“I look at evangelical Christians—some call them the Christian right—that is very strong in our district,” he said at an Oconee County candidate forum last week. “For years now I fought for the religious freedom bill. I’ve consistently voted against the Sunday sales of alcohol and casino gambling—some of those things that are ruining our culture and ruining our values. I think I share those values with the majority of the district.”
Retired UGA administrator Patricia Daugherty said she had tried to recruit someone more conservative to run against Cowsert, but just before qualifying, she realized she should run herself. “I think what’s frustrated a lot of people is the lack of consistency,” she said of Cowsert’s record. “People say they’re conservative, but they don’t always stick to their conservative principles.” She points to the religious liberty bill, which she said failed because it was loaded down with too many amendments.
On the issue of guns on campus—widely unpopular among UGA faculty, staff and students—Daugherty and Cowsert agree. “We have a fundamental right to protect ourselves, and where you see these mass shootings is in gun-free zones,” Daugherty said.
On the brunch bill, though, they part ways. Daugherty doesn’t see why someone shouldn’t enjoy a mimosa after the 9:30 a.m. service. “To me that’s very harmless,” she said.
In the district that includes the eastern part of Clarke County, Sen. Frank Ginn (R-Danielsville) is seeking a fourth two-year term. He also supported the religious liberty and campus carry bills, the two most controversial of last year’s session. His opponent in the primary is Tyler Hollifield, who appears to lack a website didn’t respond to requests for comment. Like Cowsert, Ginn is unopposed in the fall.
Board of Education
In spite of recent Clarke County School District controversies, only one of four BOE races is contested: in District 8, on the Eastside, where lawyer Kamau Hull faces University of Georgia geography professor John Knox. Knox touts his experience as an educator with a wealth of experience serving on various boards, while Hull is a hometown boy who graduated from Cedar Shoals High School and moved back home to get his law degree and enter practice after studying engineering at the Virginia Military Institute. Hull’s son is a Whit Davis Elementary first-grader, and Knox’s recently graduated from Cedar Shoals.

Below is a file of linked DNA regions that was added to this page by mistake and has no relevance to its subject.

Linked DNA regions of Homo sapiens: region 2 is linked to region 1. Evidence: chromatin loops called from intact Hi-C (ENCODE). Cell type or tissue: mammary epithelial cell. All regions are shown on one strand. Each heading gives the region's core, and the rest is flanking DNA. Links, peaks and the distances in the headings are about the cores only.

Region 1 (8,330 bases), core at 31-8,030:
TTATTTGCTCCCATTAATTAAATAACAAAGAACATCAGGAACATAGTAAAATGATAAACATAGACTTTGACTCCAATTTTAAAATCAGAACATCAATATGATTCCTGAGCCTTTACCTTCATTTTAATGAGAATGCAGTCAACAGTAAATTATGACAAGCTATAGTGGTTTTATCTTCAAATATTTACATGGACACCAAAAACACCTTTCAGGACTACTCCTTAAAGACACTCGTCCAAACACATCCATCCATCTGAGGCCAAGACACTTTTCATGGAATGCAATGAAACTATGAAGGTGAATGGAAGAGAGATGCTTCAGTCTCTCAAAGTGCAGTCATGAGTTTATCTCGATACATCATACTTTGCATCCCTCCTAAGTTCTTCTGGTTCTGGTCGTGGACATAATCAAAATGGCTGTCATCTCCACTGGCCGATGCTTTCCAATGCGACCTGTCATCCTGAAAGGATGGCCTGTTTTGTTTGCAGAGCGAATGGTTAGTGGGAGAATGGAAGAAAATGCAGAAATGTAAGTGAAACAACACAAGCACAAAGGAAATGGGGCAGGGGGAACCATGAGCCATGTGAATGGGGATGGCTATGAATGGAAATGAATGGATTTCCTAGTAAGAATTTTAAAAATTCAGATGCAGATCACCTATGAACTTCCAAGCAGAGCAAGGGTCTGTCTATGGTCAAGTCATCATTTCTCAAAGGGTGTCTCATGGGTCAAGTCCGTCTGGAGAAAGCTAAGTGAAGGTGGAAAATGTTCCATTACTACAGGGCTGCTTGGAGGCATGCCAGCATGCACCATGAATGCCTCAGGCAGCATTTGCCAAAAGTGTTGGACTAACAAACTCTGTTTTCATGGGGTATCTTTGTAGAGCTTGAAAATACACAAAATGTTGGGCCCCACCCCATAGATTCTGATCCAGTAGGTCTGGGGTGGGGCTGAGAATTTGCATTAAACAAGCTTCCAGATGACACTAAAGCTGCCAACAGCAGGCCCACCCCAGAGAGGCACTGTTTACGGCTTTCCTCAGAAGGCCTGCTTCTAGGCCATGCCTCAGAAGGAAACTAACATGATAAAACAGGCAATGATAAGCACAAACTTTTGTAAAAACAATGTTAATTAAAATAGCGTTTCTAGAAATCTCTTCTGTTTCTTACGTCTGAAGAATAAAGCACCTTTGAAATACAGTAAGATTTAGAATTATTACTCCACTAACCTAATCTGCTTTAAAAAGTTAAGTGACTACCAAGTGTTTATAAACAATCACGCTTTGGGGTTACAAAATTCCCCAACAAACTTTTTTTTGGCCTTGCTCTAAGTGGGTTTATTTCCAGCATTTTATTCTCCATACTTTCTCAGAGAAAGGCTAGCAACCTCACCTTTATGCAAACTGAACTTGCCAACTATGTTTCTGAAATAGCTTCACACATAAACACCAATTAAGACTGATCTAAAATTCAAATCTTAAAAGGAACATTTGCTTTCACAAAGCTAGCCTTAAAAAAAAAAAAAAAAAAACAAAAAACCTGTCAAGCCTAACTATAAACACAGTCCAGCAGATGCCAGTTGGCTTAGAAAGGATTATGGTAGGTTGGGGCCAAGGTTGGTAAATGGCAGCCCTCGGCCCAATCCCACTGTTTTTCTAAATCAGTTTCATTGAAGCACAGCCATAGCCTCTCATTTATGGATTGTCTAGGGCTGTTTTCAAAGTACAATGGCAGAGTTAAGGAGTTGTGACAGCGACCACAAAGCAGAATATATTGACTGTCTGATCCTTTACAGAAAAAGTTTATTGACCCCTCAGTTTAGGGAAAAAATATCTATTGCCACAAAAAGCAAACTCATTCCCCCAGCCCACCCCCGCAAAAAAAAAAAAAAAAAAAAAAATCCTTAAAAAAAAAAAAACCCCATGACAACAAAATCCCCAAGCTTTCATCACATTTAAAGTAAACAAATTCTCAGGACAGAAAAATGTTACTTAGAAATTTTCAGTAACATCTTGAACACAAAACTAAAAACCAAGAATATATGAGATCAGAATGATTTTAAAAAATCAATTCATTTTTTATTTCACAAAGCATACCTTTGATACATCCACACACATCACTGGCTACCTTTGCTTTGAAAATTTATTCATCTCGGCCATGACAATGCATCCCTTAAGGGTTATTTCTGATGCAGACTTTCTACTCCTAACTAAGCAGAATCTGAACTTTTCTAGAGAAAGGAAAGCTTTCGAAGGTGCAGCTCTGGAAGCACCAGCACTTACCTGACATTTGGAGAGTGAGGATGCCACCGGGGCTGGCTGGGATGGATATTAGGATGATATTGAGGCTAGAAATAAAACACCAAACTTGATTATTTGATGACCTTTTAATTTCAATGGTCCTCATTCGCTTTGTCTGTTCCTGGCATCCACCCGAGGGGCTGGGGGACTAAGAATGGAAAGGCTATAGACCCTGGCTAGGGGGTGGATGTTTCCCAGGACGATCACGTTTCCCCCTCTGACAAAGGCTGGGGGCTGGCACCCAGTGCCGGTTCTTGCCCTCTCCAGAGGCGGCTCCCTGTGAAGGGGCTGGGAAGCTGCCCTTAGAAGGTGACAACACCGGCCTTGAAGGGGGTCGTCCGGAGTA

Knox has been a vocal critic of the way Superintendent Philip Lanoue handled an alleged sexual assault at Cedar Shoals in January that was not revealed for nearly a month—and even then district officials were too slow to respond to public outcry, Knox said. “The situation had inflamed,” he said. “It had festered. That’s not good leadership.”
Since he’s not privy to the board’s closed-door discussions, Hull said he doesn’t have enough information to know how he’d have voted on Lanoue’s contract extension last month. But he said he’d be more skeptical of administrators’ claims than current board members, and he questioned some of Lanoue’s policies—or lack thereof—that the board approved, such as a lax attendance policy.
In response to the Cedar Shoals incident, Hull said he supports Lanoue’s proposal to beef up security but wants to do more to address the root of discipline problems. “I think he has focused more on security, which I agree needs to happen, but I would like to see as much focus on some of the support services,” such as counselors and social workers, he said.
A recent uproar over a proposal to pave over the community garden at the vacant West Broad School is another example of district’s lack of transparency, Knox said. “Right now, there is a real lack of trust in the leadership—board and superintendent,” he said. “[Garden supporters and neighborhood residents are] going to be more likely to smell a rat.”
Hull said he supports the garden and is open to listening to those who want to save it, but he thinks that effort may have overshadowed the renovation of the school into administration offices. “We’re not talking about it being a historic African American school,” he said. “We’re talking about it being the West Broad Market Garden. That’s offensive to a certain portion of the community.”
As for issues specific to the Eastside, Hull said the community needs to come together, to become more engaged and restore “Jaguar pride.” Knox points to Gov. Nathan Deal’s Opportunity School District proposal on the November ballot. If passed, schools labeled as “failing,” possibly including Gaines Elementary, could be brought under state control. According to Knox, “chronically failing” could mean “chronically Democratic” or “chronically African American… It’s an existential threat to local school boards,” which could be replaced by private corporations, he said.
How to Vote
Early voting is at the Athens-Clarke County Board of Elections office at 155 E. Washington St. from 8 a.m.–5 p.m. through Friday, May 20. Election Day is Tuesday, May 24. Polls are open from 7 a.m.–7 p.m. Click here to find your polling place and review sample ballots. Voters must choose either a Democratic or Republican ballot, but both include nonpartisan races. Remember to bring a driver’s license or other government-issued photo ID.